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The Missionaries as They Came and Went
The Ajacán Mission (Spanish pronunciation: [axaˈkan]) (also Axaca, Axacam, Iacan, Jacán, Xacan) was a Spanish attempt in 1570 to establish a Jesuit mission in the vicinity of the Virginia Peninsula to bring Christianity to the Virginia Indians. The effort to found what was to be called St. Mary's Mission predated the founding of the English settlement at Jamestown by about 36 years. In February 1571, all of the party were massacred by local Native Americans except a youth, Alonso de Olmos. The following year, a Spanish party from Florida went to the area for revenge; they reclaimed Alonso and in the course of their confrontation, killed an estimated total of 20 Indians.
Early in the 16th century, Spanish explorers were the first recorded Europeans to see the mouth of the Chesapeake Bay (which the Spanish called Bahía de Madre de Dios or Bahía de Santa Maria.) They were searching for what Europeans believed was a Northwest Passage to India. They named the land now known as Virginia, as Ajacán ("Jacán" in Oré.)
The Spanish succeeded in founding a stable settlement on the east coast of North America in 1565 at St. Augustine, Florida. It was the first founded by Europeans in what is now the United States. In 1566, they established a military outpost (and the first Jesuit mission in Florida, called San Antonio de Carlos) on an island near Mound Key. The Spanish subsequently established small Spanish outposts along the eastern coast into present-day Georgia and the Carolinas. The northern-most post was Santa Elena (today Port Royal, South Carolina), located on an island offshore. From there Juan Pardo was commissioned to lead expeditions into the interior, looking for a route to Mexican silver mines. He founded Fort San Juan in 1567-1568 at the regional chiefdom of Joara as the first European settlement in the interior of North America, in present-day western North Carolina, and five other interior garrisons. All were soon destroyed by the Indians. Archeological evidence of Fort San Juan and Joara has been found.
In 1561, an expedition sent by Ángel de Villafañe captured a Virginia Indian boy from the Chesapeake Bay region and took him to Mexico. The boy was instructed in the Catholic religion and baptized Don Luis, in honor of Luis de Velasco, the Viceroy of New Spain. The Spanish took the native youth to Madrid, Spain, where he had an audience with the King, and received a thorough Jesuit education. Some Dominicans headig for Florida as missionaries took Don Luis with them, stopping at Havana, where they abandoned their plans for Florida.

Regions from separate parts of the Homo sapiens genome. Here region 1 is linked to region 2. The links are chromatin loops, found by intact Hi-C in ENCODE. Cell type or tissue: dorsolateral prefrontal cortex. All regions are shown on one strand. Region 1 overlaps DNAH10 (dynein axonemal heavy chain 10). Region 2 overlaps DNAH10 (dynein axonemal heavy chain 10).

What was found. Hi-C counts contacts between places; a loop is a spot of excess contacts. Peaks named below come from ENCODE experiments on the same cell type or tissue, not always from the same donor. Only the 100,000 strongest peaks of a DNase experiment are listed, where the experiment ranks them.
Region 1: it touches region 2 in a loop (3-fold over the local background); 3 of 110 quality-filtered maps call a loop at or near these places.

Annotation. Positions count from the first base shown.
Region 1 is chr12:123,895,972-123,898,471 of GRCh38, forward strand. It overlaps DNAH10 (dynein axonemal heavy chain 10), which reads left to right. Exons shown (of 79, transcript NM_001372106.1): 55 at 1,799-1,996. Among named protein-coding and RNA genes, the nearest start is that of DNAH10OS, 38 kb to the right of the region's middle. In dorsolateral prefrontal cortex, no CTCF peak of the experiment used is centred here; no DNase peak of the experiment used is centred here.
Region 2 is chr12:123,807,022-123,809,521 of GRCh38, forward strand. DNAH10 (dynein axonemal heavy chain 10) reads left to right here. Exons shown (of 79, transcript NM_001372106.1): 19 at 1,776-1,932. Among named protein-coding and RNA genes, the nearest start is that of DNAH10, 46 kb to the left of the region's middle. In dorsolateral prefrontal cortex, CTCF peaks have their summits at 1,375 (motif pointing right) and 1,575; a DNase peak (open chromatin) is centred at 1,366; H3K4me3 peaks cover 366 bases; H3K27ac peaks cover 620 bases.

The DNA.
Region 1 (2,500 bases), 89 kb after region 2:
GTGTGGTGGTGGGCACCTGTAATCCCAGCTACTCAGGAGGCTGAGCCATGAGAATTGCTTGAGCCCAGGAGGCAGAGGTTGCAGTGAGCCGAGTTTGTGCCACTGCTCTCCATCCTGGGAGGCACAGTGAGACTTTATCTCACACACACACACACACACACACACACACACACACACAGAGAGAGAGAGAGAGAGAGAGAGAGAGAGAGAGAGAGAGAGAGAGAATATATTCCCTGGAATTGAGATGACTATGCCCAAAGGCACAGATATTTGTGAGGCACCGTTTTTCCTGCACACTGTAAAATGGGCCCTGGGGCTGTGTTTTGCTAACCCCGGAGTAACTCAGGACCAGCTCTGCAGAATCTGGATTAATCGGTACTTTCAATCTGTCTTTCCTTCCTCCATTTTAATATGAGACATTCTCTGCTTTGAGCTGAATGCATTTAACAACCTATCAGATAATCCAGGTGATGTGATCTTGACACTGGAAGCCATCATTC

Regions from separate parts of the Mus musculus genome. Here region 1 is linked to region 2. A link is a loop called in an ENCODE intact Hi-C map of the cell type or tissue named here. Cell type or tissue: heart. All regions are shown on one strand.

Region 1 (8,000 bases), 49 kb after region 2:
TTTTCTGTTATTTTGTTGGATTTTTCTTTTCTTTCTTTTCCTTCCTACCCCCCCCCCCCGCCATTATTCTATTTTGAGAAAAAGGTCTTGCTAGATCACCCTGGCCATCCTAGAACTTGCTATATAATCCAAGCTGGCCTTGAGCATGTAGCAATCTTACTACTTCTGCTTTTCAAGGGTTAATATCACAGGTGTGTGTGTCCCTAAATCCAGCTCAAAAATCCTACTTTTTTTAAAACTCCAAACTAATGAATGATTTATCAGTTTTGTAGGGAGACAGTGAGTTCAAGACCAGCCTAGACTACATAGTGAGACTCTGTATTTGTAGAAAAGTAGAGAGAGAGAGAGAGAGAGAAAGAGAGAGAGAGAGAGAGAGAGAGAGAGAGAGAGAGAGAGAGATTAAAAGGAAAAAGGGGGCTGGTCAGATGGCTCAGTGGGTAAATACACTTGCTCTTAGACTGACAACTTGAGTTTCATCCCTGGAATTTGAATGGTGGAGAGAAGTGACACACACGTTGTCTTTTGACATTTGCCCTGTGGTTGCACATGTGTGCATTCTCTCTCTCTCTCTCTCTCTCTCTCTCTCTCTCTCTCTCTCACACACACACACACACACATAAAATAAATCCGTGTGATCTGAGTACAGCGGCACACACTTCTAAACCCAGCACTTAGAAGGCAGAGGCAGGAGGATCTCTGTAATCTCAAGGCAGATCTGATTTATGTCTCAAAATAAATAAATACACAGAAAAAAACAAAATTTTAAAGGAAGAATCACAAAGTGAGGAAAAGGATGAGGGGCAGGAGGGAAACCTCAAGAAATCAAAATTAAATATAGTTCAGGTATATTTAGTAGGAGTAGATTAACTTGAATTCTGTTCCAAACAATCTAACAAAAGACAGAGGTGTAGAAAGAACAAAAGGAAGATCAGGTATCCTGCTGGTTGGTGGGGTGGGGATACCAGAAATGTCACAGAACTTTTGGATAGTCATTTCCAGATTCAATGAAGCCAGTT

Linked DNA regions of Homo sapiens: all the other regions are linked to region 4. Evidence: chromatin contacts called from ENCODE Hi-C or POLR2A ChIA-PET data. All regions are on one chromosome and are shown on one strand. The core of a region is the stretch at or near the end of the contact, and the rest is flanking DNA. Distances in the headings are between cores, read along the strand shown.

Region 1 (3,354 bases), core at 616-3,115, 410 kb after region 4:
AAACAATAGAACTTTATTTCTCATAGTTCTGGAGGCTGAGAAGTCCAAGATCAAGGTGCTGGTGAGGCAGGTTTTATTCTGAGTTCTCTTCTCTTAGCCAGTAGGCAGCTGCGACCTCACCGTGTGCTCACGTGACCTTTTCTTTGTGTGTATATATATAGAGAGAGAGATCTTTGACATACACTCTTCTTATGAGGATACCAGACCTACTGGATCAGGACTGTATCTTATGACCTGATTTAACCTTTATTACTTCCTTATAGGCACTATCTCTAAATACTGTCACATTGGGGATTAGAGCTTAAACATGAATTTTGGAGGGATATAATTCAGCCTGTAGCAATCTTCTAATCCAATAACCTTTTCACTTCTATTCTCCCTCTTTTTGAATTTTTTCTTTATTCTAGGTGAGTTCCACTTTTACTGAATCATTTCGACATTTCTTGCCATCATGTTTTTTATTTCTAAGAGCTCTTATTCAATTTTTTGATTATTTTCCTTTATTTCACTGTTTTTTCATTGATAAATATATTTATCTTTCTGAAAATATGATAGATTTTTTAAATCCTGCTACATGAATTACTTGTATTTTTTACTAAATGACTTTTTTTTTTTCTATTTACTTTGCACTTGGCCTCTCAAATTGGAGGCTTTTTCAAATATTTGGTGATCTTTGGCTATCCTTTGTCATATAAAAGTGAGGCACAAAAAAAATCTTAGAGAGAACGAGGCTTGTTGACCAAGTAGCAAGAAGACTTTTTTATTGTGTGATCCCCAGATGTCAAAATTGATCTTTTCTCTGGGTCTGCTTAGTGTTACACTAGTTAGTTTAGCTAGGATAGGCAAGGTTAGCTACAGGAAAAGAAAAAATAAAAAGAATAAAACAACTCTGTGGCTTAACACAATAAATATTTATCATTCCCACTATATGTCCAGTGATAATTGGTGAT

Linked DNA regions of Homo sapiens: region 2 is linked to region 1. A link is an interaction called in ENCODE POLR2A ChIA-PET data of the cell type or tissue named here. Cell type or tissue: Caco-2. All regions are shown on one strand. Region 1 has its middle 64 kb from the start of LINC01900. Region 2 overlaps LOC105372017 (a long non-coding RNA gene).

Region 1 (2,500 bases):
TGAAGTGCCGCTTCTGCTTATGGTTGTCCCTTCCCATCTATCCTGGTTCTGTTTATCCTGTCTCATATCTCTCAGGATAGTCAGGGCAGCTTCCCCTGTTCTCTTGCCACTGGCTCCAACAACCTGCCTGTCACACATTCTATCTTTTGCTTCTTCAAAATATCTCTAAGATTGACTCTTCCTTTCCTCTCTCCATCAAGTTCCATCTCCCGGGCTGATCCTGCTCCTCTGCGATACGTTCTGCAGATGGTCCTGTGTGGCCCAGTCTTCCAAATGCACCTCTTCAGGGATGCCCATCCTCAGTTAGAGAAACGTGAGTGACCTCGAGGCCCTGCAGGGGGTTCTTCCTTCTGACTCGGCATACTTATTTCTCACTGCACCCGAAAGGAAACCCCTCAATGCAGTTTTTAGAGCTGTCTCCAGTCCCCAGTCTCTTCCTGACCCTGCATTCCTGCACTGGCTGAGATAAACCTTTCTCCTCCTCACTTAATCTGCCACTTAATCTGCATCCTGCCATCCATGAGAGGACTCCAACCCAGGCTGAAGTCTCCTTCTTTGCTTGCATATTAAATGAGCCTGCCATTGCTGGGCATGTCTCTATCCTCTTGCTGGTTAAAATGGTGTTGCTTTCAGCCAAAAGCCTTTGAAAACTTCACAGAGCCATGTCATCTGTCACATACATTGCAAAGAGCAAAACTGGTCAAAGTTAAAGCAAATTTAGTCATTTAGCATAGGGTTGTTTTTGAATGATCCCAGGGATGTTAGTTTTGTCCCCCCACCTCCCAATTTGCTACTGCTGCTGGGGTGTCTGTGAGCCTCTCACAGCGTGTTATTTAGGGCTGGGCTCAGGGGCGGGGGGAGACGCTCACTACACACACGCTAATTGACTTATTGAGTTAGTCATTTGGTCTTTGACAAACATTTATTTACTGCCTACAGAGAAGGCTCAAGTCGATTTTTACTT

In 1570, Father Juan Bautista de Segura, Jesuit vice provincial of Havana, had just withdrawn the Jesuit missionaries from Guale and Santa Elena. He wanted to found a mission in Ajacán without a military garrison, which was unusual. Despite his superiors' concerns, they gave him permission to found what was to be called St. Mary's Mission.
In August 1570, Father Segura, Father Luis de Quirós, former head of the Jesuit college among the Moors in Spain, and six Jesuit brothers set forth from their base in Havana to found an Ajacán Mission. A Spanish boy Alonso de Olmos, called Aloncito, also accompanied the priests. Don Luis went with them to serve as their guide and interpreter. They stopped at Santa Elena for provisioning.
On September 10, the party of ten landed in Ajacán, on the north shore of one of the lower Chesapeake peninsulas. The Spaniards constructed a small wooden hut with an adjoining room where Mass could be celebrated.
From Spanish descriptions, historians have tried to determine the former site of the Ajacan Mission. No archeological evidence has been found to reach a firm conclusion. Some say that the location was at Queen's Creek on the north side of the Virginia Peninsula, near the York River. Recent findings suggest that St. Mary's Mission may have been in the village of Axacam on the New Kent side of Diascund Creek, near its confluence with the Chickahominy River.
Another theory places St. Mary's Mission near the Occoquan River and Aquia Creek, in the territory of the Patawomeck tribe in present-day Stafford County. On October 27, 1935, a bronze tablet was unveiled at the Aquia Catholic cemetery in the memory of the Jesuits, listing the names of the slain: "Luis De Quiros, Priest, Baptistan Mendez and Gabriel De Solis, Scholastics, on February 4, 1571. Juan Baptista De Segura, Priest, Cristobel Redondo, Scholastic, Padro Linarez, Gabriel Gomez and Sancho Zeballos, Brothers, February 9, 1571...". This site had a significant nearby native village, a navigable stream flowing in from the north, and white cliffs. Stratford Hall also has white cliffs looming over the Potomac River near its confluence with the Chesapeake Bay (as well as the Rappahannock River).
Abandonment and massacre
Don Luis tried to locate his native village of Chiskiack, which he had not seen in ten years. He was said to recognize distant relatives among the natives on shore, so the missionaries disembarked. Don Luis soon left the Jesuits, settling with his own people at a distance of more than a day's travel. When he failed to return, the Jesuits believed that he had abandoned them. They were frightened to be without anyone who knew the language but were able to barter for some food. The mid-Atlantic region was enduring a long period of drought, which led to famine.